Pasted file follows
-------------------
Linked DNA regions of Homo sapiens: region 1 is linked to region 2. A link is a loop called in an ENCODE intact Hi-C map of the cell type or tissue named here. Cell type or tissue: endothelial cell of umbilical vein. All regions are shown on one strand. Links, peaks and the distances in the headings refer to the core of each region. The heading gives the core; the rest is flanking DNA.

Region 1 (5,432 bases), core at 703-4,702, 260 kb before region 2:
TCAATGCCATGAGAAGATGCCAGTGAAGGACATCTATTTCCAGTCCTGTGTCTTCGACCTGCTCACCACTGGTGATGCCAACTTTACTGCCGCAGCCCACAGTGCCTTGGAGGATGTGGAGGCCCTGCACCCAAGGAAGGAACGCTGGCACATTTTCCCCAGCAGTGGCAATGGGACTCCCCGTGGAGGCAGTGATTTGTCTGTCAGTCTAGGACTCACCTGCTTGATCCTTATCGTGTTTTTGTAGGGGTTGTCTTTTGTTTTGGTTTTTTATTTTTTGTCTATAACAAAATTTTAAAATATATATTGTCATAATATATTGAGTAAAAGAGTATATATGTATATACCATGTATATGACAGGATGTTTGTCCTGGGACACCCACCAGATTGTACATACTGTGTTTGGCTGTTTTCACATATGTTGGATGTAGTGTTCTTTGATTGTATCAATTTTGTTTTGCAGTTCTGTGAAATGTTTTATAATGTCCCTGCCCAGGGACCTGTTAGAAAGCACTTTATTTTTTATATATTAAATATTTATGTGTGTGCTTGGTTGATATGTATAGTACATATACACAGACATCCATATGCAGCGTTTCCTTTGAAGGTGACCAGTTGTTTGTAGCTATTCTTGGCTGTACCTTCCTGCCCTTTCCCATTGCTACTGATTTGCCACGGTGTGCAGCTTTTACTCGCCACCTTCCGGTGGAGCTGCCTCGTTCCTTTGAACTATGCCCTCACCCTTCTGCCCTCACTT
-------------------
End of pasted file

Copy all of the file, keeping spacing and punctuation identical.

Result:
Linked DNA regions of Homo sapiens: region 1 is linked to region 2. A link is a loop called in an ENCODE intact Hi-C map of the cell type or tissue named here. Cell type or tissue: endothelial cell of umbilical vein. All regions are shown on one strand. Links, peaks and the distances in the headings refer to the core of each region. The heading gives the core; the rest is flanking DNA.

Region 1 (5,432 bases), core at 703-4,702, 260 kb before region 2:
TCAATGCCATGAGAAGATGCCAGTGAAGGACATCTATTTCCAGTCCTGTGTCTTCGACCTGCTCACCACTGGTGATGCCAACTTTACTGCCGCAGCCCACAGTGCCTTGGAGGATGTGGAGGCCCTGCACCCAAGGAAGGAACGCTGGCACATTTTCCCCAGCAGTGGCAATGGGACTCCCCGTGGAGGCAGTGATTTGTCTGTCAGTCTAGGACTCACCTGCTTGATCCTTATCGTGTTTTTGTAGGGGTTGTCTTTTGTTTTGGTTTTTTATTTTTTGTCTATAACAAAATTTTAAAATATATATTGTCATAATATATTGAGTAAAAGAGTATATATGTATATACCATGTATATGACAGGATGTTTGTCCTGGGACACCCACCAGATTGTACATACTGTGTTTGGCTGTTTTCACATATGTTGGATGTAGTGTTCTTTGATTGTATCAATTTTGTTTTGCAGTTCTGTGAAATGTTTTATAATGTCCCTGCCCAGGGACCTGTTAGAAAGCACTTTATTTTTTATATATTAAATATTTATGTGTGTGCTTGGTTGATATGTATAGTACATATACACAGACATCCATATGCAGCGTTTCCTTTGAAGGTGACCAGTTGTTTGTAGCTATTCTTGGCTGTACCTTCCTGCCCTTTCCCATTGCTACTGATTTGCCACGGTGTGCAGCTTTTACTCGCCACCTTCCGGTGGAGCTGCCTCGTTCCTTTGAACTATGCCCTCACCCTTCTGCCCTCACTT